John H. Chambers, Plaintiff-appellant, v. Phyllis Bachicha, Individually and in Her Official Capacity,mark E. Mckinna, Individually and in His Official Capacity,ben Griego, Individually and in His Official Capacity, Sandyhendricks, Individually and in Her Official Capacity, Gloriagreen, Individually and in Her Official Capacity, and Jamesj. Moore, Individually and in His Official Capacity,defendants-appellees, 39 F.3d 1191 (10th Cir. 1994)Annotate this Case
Before MOORE, SETH, and TACHA, Circuit Judges.
ORDER AND JUDGMENT*
After examining the briefs and appellate record, this panel has determined unanimously that oral argument would not materially assist the determination of this appeal. See Fed. R. App. P. 34(a); Tenth Cir. R. 34.1.9. The cause is therefore ordered submitted without oral argument.
John H. Chambers, a prisoner at the Limon Correctional Facility of the Colorado Department of Corrections (DOC), brought this action under 42 U.S.C.1983 alleging the violation of certain constitutional rights. Mr. Chambers claims that DOC officials acted to deny his Fifth Amendment right against self-incrimination as well as his right to due process and equal protection under the law. This he asserts took place when they reduced the amount of earned time for which he would otherwise be eligible from ten days per month to seven days because of his refusal to admit he was a sexual offender. This admission was required to participate in the Sexual Offender Treatment Program (SOTP) to earn good time that Appellant was referred to by Appellee Phyllis Bachicha, a case manager.
The district court, upon the recommendation of the magistrate judge, granted Appellees' motion to dismiss apparently under Fed. R. Civ. P. 12(b) (6). The court concluded that Appellant had no constitutional right to future good time or earned time credit opportunities, and that Appellant's Fifth Amendment claim must fail because of the confidentiality of prison records.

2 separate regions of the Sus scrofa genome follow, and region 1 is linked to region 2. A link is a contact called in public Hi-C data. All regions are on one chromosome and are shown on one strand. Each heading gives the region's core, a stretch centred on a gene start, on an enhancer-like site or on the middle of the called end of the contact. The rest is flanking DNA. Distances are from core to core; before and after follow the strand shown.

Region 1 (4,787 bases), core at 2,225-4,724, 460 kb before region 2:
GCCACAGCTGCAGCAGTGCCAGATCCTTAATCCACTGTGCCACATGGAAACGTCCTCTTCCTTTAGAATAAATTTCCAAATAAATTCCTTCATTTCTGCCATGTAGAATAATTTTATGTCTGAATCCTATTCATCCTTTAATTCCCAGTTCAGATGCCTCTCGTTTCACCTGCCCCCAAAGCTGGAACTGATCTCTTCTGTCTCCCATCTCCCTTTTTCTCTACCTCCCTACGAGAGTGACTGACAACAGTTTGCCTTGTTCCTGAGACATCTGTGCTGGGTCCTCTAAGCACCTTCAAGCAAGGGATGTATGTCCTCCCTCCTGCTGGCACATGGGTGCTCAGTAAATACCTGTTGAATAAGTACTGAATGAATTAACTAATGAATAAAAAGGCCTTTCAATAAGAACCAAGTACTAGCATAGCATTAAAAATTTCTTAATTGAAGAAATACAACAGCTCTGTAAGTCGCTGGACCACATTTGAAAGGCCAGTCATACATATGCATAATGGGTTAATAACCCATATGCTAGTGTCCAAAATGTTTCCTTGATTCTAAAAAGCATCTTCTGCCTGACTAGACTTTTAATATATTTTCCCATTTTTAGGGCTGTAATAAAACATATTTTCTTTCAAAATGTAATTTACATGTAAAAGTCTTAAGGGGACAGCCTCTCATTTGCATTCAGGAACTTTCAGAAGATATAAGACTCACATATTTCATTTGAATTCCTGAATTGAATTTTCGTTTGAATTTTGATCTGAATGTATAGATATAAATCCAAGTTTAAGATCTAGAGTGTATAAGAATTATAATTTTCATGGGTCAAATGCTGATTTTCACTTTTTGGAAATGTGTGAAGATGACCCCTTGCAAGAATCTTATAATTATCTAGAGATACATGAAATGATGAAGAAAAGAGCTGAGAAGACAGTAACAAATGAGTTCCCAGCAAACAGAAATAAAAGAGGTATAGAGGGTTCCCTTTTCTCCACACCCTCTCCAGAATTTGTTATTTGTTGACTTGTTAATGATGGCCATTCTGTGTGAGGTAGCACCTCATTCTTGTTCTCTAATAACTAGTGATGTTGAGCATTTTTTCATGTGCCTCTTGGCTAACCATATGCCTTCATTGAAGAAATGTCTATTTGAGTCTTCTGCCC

On appeal, Mr. Chambers contends that the district court erred in its dismissal of his complaint. His initial complaint was filed pro se; he has since been appointed an attorney who joins him on appeal. We review a dismissal under Rule 12(b) (6) de novo confining our review to allegations in the complaint and accepting the facts pleaded as true. Doyle v. Oklahoma Bar Ass'n, 998 F.2d 1559, 1566 (10th Cir.). In reviewing the dismissal of a pro se complaint we view all factual allegations in the light most favorable to the plaintiff. Hall v. Bellmon, 935 F.2d 1106, 1109-10 (10th Cir.). A constitutional claim under 1983 "should not be dismissed unless it appears beyond doubt that the plaintiff could prove no set of facts in support of his claim that would entitle him to relief." Lucero v. Gunter, 17 F.3d 1347, 1349 (10th Cir.) (quoting Dunn v. White, 880 F.2d 1188, 1190 (10th Cir.).
Appellant was convicted in 1985 of aggravated robbery, attempted theft, and habitual criminal activity. He was sentenced to a thirty-nine year term of imprisonment. In November 1983, he had been charged with first degree sexual assault. One month later the charges were dismissed without prejudice.
Appellee Phyllis Bachicha conducted a review of Appellant's inmate file and made a determination that he was earning good time deductions to which he was not entitled because he had not participated in sex offender treatment. Appellant was then asked to fill out a questionnaire upon which a determination could be made as to whether he was a candidate for treatment in SOTP. After review of Appellant's responses, the sex offender treatment team announced that Appellant was not a candidate for treatment because he would not admit to the dismissed assault charge of 1983.
Colorado law provides that prisoners incarcerated in that state may receive ten days of earned time per month under certain conditions. See COLO. REV. STAT. 17-22.5-405 (1994). Appellee Bachicha determined that because Appellant would not admit to the sexual assault charges and thus could not participate in sex offender therapy, he was not entitled to receive all ten days per month as he had done before. It is this decision that forms the basis of Mr. Chambers' complaint.
At the outset, we must determine whether Appellant has stated a constitutionally based claim cognizable under 1983. Appellant contends that the denial of future earned time credits, under the circumstances of this case, violates his Fourteenth Amendment right to equal protection of the law in that other prisoners receive maximum earned time credit (ten days) without participation in the program. In addition, Appellant contends that his due process rights were violated in that he was not afforded a fair procedure prior to the summary removal of his opportunity to receive earned time credits.